Personally, I know that #2 is where we are at because that’s where our adharmic rivals are at, and we have no choice than to go head-to-head with them. #3 seems utterly impossible at the moment. But I hope for #4, and I prepare for #1.
Regardless of one’s position vis-à-vis development and progress, many of us need to understand that “Individualist Autonomy” is not the moral good that it is advertised as, that the rights and equalities that we fight for on the streets and courts today are not God-given, and the merely seventy-year-old, ever-expanding World-of-Human-Artifice that supports these ideas rests on very, very thin unsustainable ice. In other words, we must face up to the fact that “Individualist Autonomy, Liberty, Equality and Rights” all rest on the continued, unsustainable rape of Bhu Devi, without which, the surplus generated by the ultra-technologized world would simply disappear, and along with that world the ideals that were birthed and maintained by that world too would vanish. We need to consider again that a society built on the values of community, collaboration, compassion, duties, and sustainability still sounds like it will serve human interests in the long term better than the cocktail we currently have.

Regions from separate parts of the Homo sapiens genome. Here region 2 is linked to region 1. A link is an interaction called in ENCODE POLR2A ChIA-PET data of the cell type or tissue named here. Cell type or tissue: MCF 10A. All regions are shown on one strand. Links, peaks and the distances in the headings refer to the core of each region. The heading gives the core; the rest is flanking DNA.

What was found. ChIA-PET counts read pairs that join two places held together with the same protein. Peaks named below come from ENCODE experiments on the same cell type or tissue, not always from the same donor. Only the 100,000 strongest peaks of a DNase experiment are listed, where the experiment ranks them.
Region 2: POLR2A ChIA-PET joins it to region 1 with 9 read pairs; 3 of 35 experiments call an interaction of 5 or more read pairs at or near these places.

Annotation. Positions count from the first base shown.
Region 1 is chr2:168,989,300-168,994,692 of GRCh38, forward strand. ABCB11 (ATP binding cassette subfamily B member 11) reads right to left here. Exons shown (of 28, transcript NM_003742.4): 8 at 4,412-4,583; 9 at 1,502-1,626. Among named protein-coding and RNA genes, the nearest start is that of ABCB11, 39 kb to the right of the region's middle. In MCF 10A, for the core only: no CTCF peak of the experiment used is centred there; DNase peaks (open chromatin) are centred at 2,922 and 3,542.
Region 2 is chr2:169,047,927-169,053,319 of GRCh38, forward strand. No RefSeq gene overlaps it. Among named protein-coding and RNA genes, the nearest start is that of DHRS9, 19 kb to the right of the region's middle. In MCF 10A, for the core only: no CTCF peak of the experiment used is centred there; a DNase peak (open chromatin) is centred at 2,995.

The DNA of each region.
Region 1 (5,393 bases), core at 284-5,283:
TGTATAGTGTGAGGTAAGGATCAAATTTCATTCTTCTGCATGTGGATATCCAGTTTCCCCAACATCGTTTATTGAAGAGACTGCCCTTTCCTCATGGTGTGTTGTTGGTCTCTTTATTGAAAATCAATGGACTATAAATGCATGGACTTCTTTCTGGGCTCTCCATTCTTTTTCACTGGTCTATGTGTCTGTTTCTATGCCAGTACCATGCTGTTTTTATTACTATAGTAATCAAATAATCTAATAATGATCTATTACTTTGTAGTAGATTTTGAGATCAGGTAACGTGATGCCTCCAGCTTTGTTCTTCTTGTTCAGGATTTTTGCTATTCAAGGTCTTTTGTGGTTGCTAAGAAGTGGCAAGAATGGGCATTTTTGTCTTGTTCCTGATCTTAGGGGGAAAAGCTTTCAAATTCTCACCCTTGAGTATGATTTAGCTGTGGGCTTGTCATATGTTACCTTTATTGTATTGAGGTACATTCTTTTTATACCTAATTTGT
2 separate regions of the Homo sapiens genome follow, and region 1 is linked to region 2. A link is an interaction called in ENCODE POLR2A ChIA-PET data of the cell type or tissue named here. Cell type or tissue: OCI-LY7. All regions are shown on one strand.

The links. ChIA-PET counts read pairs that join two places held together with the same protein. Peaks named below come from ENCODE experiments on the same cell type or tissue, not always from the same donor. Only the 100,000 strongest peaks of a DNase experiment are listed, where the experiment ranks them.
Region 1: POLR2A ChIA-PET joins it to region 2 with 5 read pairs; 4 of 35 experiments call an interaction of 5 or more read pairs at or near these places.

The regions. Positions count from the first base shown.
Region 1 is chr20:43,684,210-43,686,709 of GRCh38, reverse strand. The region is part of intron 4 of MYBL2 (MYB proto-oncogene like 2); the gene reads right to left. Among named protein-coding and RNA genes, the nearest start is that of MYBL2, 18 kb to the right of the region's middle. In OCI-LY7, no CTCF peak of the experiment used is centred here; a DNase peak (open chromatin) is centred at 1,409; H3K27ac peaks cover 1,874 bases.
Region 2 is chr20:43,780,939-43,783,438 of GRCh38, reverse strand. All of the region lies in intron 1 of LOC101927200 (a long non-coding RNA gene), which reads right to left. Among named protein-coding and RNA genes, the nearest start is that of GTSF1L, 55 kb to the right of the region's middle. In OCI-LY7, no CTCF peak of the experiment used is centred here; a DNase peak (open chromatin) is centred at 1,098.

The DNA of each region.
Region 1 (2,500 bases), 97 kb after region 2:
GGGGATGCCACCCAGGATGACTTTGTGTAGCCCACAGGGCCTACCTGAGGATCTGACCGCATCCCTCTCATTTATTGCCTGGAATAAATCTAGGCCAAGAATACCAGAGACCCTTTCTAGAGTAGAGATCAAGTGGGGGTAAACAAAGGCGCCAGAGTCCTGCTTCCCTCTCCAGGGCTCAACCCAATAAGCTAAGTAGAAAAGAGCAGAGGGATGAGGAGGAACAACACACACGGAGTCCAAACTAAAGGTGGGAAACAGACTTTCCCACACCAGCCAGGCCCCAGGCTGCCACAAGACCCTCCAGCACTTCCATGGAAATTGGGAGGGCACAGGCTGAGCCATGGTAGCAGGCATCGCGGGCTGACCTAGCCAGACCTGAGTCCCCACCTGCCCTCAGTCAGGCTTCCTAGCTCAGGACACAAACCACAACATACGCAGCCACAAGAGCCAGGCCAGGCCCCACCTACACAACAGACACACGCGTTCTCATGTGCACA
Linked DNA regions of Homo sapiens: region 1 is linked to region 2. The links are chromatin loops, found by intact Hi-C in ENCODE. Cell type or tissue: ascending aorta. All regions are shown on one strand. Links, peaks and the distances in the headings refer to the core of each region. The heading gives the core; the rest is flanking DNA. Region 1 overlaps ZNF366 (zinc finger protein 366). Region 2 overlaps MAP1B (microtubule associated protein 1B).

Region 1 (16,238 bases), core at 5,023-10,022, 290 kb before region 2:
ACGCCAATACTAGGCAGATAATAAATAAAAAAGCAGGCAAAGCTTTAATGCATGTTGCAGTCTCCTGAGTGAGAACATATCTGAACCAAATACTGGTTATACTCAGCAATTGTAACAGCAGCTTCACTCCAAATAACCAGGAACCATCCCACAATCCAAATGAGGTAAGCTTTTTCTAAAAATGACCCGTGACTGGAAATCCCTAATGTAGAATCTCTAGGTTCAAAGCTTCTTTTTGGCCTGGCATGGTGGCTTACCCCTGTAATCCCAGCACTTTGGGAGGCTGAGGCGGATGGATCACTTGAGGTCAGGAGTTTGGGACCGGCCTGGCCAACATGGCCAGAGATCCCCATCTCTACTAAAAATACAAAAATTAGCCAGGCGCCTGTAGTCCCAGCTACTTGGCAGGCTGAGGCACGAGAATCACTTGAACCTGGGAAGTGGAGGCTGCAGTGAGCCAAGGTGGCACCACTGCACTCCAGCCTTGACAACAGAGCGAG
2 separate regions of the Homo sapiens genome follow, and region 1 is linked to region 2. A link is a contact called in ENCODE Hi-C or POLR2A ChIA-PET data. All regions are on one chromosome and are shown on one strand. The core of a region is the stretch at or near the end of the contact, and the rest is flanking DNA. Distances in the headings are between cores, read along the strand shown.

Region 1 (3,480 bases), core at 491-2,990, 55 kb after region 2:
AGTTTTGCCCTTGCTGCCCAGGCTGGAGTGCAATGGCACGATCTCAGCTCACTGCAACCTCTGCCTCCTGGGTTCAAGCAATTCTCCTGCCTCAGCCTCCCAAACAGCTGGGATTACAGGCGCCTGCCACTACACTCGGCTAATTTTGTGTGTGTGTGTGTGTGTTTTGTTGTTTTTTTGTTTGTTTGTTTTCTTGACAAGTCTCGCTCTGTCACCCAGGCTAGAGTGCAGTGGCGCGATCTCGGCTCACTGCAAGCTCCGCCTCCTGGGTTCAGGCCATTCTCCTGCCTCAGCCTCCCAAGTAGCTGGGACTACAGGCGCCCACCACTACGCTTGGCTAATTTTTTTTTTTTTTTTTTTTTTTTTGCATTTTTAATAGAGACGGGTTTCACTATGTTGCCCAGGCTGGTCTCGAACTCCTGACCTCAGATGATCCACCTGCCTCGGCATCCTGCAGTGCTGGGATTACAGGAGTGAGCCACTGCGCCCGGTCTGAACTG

So, let me start by setting aside the value of “Individualist Autonomy” and let us consider again the idea of “Community”.
1. “The World Until Yesterday”, Jared Diamond, 2012
2. “The Wayfinders”, Wade Davis, 2009
3. Elon Musk on the Joe Rogan Show, https://www.youtube.com/watch?v=ycPr5-27vSI
Disclaimer: The opinions expressed in this article are the personal opinions of the author. IndiaFacts does not assume any responsibility or liability for the accuracy of any information in this article.